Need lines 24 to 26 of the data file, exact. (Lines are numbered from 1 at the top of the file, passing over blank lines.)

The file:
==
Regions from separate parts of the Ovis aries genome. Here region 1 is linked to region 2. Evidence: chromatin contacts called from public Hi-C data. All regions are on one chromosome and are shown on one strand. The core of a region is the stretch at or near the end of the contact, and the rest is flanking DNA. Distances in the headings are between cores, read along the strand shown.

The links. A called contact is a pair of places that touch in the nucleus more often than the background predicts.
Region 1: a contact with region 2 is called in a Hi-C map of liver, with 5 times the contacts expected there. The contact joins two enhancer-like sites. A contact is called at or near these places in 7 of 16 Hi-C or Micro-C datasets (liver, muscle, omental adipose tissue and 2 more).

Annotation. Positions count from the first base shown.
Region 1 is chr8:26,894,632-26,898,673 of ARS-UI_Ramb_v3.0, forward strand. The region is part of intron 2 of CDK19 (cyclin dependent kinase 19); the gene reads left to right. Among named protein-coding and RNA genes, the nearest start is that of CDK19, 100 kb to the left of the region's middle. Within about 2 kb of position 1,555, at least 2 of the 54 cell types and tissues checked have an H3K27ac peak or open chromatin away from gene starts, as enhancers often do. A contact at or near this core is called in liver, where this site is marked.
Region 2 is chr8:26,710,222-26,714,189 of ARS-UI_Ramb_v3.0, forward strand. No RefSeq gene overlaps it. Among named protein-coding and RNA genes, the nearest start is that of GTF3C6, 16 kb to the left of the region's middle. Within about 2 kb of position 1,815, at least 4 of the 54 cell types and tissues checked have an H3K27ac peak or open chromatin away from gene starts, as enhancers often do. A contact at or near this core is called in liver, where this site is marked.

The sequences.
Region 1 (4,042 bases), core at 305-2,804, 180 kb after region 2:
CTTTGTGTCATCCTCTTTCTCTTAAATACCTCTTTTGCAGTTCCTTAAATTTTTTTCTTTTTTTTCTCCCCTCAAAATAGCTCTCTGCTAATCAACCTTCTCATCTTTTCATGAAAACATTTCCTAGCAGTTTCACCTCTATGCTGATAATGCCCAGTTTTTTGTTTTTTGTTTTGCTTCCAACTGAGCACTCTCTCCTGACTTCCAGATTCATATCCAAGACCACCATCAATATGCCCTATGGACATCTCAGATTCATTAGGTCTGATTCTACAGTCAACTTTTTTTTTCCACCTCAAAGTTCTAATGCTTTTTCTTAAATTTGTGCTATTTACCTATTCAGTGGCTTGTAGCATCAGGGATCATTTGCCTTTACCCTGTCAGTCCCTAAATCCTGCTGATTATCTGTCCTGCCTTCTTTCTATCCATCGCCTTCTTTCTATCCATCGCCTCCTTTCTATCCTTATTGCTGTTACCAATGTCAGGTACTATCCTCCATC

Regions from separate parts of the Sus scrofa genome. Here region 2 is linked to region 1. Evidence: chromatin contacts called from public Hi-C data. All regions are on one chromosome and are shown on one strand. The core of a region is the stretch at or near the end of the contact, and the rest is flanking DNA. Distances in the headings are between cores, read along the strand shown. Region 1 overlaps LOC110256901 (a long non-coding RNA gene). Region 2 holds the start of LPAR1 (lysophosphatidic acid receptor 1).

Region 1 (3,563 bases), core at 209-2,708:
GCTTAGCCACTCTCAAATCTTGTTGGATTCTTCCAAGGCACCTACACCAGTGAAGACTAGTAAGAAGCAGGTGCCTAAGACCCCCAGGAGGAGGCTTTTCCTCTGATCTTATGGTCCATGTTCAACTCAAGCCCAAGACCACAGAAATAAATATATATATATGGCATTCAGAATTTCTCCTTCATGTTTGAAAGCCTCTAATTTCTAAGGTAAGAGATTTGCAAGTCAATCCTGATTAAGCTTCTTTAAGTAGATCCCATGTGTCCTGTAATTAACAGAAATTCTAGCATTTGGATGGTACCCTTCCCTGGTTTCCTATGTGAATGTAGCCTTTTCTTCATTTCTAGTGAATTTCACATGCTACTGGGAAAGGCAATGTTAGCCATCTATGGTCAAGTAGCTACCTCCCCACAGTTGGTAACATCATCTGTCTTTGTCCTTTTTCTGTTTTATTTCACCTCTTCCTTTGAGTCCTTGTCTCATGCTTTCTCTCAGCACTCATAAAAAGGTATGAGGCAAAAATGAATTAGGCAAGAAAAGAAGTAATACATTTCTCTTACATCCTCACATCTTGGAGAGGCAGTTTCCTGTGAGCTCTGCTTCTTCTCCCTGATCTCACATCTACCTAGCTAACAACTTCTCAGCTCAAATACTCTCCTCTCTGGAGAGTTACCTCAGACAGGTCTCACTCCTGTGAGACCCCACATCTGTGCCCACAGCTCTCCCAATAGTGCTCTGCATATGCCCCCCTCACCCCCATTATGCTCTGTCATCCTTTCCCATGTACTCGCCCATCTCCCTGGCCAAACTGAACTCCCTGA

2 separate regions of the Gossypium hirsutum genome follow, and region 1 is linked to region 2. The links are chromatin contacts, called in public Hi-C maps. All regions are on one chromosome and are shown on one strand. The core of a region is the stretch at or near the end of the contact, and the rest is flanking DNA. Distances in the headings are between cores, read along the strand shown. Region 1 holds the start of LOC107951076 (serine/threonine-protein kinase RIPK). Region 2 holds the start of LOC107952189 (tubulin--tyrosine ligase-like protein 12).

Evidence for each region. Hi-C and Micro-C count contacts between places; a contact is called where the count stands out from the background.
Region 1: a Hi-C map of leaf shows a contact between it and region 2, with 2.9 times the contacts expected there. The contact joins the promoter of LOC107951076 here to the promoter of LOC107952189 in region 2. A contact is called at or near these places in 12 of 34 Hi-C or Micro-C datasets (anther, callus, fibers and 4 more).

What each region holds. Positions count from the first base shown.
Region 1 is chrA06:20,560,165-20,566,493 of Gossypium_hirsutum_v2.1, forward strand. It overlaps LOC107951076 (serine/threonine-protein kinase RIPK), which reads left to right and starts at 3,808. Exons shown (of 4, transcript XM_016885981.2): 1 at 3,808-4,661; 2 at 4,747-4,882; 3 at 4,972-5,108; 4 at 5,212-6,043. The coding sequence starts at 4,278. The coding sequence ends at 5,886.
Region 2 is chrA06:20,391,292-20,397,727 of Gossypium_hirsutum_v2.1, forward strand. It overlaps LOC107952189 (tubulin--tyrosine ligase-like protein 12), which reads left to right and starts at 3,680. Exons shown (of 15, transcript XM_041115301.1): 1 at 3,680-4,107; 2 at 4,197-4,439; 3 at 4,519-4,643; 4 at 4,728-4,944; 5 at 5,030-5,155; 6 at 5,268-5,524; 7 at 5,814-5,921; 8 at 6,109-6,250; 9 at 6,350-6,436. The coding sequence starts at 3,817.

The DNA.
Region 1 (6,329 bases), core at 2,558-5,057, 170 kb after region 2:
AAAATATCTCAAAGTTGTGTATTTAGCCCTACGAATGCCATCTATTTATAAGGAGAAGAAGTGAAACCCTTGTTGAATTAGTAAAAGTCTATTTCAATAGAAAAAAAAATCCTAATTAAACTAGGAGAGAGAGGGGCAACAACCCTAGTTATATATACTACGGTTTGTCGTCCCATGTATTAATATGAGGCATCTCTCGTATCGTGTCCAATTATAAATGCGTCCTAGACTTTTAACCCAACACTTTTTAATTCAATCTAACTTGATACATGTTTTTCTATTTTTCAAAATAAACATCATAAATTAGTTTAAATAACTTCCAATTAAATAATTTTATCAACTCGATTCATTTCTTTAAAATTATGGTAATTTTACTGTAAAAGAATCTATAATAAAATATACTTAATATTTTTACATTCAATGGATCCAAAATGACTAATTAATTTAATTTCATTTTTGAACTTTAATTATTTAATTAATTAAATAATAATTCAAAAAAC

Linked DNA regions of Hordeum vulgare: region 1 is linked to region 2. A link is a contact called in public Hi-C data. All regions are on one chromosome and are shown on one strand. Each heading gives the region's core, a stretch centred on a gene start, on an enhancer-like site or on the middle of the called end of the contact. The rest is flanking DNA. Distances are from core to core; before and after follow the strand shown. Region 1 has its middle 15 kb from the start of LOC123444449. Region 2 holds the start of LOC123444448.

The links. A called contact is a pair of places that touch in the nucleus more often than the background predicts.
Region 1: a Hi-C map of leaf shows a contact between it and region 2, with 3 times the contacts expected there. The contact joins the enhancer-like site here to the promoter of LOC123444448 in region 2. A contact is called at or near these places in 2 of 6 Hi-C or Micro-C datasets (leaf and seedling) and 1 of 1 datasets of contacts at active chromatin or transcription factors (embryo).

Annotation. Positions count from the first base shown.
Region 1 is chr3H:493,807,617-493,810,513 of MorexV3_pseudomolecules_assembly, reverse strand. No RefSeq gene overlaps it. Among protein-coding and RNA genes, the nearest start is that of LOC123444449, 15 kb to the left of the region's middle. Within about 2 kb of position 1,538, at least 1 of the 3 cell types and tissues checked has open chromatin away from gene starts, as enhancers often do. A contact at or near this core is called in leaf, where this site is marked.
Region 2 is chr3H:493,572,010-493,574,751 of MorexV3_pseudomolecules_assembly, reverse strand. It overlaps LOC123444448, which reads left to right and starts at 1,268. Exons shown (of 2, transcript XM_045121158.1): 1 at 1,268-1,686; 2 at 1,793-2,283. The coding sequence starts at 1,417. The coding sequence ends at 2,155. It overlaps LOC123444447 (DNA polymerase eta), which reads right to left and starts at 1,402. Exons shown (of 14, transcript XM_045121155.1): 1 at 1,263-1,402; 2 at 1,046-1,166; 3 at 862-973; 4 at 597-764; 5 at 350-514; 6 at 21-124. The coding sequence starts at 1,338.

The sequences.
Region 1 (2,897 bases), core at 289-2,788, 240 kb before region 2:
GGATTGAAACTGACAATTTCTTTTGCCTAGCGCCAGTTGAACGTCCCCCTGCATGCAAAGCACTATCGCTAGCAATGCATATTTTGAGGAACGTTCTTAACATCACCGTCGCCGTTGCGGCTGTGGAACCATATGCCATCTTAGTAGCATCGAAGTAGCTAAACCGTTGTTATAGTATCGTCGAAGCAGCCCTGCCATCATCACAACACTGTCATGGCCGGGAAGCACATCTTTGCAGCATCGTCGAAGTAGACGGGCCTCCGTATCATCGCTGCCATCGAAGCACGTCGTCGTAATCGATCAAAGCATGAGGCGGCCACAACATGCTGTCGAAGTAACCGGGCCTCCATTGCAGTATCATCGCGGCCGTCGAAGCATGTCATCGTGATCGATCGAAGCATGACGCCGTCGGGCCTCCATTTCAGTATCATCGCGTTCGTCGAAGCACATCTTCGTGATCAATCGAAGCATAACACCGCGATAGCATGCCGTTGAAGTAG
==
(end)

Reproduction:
Region 1: a Hi-C map of leaf shows a contact between it and region 2, with 3 times the contacts expected there. The contact joins the enhancer-like site here to the promoter of LOC123444448 in region 2. A contact is called at or near these places in 2 of 6 Hi-C or Micro-C datasets (leaf and seedling) and 1 of 1 datasets of contacts at active chromatin or transcription factors (embryo).

Annotation. Positions count from the first base shown.
Region 1 is chr3H:493,807,617-493,810,513 of MorexV3_pseudomolecules_assembly, reverse strand. No RefSeq gene overlaps it. Among protein-coding and RNA genes, the nearest start is that of LOC123444449, 15 kb to the left of the region's middle. Within about 2 kb of position 1,538, at least 1 of the 3 cell types and tissues checked has open chromatin away from gene starts, as enhancers often do. A contact at or near this core is called in leaf, where this site is marked.